Variety, the struggling but steadfast Hollywood trade publication, is close to finding a buyer, and if all goes as the Los Angeles Times says it will, that could very well be the Penske Media Corporation. This is interesting for a couple of reasons. Number one, Penske is led by Jay Penske, the 33-year-old heir to the Penske automotive fortune. (Then again, LA's always been a car town, hasn't it.) Number two, Penske's present pride and joy is Nikki Finke's Deadline, a scrappy online publication that just happens to be one of Variety's biggest competitors. We're sure they'll get along fine.

The LA Times identified Penske as the leading bidder for Variety on Monday afternoon, but the news shouldn't come as a big surprise. Rumors of Penske's interest in Variety have been bouncing around Hollywood for weeks now. Earlier this month, Penske made some headlines by talking Variety's owner Reed Elsevier into lowering the price by 25 percent, although it was then competing with the deep-pocketed Avenue Capital, owner of the National Enquirer, for the paper. According to the LA Times's sources, though, Avenue Capital submitted a bid less than $25 million, and Penske is prepared to offer close to the asking price of $30 million.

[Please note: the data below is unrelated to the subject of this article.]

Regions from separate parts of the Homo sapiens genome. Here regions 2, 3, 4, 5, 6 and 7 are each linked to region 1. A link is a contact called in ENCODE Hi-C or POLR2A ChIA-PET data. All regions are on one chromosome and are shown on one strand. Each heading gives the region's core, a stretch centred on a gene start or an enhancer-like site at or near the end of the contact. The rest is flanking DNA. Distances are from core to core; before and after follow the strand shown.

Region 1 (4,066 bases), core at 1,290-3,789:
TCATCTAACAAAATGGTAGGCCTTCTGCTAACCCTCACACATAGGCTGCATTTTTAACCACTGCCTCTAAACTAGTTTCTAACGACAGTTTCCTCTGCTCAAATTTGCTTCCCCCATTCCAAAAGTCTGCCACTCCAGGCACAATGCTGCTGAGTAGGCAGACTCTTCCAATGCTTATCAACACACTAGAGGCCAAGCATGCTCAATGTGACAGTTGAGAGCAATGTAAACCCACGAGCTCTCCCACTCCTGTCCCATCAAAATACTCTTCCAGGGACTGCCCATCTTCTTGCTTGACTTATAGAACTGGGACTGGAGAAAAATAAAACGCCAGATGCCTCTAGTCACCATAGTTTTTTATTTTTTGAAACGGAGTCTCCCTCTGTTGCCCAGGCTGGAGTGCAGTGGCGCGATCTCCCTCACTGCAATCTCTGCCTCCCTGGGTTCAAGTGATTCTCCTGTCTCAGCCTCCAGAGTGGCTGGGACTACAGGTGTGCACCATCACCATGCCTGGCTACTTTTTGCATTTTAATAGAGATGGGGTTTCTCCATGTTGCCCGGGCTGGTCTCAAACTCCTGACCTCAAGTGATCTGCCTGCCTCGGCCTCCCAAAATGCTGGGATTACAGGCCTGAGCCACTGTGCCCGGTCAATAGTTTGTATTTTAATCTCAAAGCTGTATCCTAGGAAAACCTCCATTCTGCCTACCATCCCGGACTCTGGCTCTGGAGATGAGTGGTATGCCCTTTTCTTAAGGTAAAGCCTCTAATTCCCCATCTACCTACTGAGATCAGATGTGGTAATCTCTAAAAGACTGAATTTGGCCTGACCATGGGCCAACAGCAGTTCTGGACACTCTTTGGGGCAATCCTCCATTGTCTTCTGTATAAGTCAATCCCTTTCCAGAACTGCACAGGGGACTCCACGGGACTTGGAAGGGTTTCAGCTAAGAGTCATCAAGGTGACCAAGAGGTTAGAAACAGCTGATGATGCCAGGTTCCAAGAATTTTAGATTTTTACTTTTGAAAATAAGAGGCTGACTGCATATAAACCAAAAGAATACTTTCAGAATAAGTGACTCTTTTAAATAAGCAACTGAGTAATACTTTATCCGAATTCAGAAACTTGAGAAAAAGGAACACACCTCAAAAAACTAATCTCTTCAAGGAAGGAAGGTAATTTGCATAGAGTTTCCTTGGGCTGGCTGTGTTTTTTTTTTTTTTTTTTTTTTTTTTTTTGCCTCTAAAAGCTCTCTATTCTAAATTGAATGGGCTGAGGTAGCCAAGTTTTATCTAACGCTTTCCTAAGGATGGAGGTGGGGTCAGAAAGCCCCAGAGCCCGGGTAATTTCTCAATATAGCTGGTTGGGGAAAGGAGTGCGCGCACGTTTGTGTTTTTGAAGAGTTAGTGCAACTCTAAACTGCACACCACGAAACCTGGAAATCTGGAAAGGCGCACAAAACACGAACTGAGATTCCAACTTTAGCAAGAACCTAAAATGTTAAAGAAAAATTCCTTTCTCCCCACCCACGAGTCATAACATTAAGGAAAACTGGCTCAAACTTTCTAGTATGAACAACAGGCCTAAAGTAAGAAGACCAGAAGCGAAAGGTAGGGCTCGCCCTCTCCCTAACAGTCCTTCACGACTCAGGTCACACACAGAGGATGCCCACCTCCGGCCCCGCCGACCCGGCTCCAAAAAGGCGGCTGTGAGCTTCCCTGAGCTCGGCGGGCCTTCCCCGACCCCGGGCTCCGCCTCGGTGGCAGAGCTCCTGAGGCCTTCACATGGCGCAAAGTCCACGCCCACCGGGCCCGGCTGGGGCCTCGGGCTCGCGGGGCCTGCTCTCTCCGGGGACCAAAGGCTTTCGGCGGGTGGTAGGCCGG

If the deal goes through, it could be a little bit awkward for Variety and Deadline to work under the same roof. The six-year-old Deadline is likely somewhat responsible with the 107-year-old Variety's downfall. Not only did Deadline offer up industry scoops for free after Variety went behind a paywall, but Finke also made a habit of hiring away Variety's reporters to work for her site. Apparently, though, Penske will keep the two brands distinct, and everything will be okay. Heck, maybe the folks at Variety will learn a thing or two from the fast-blogging crew at Deadline. Or maybe not.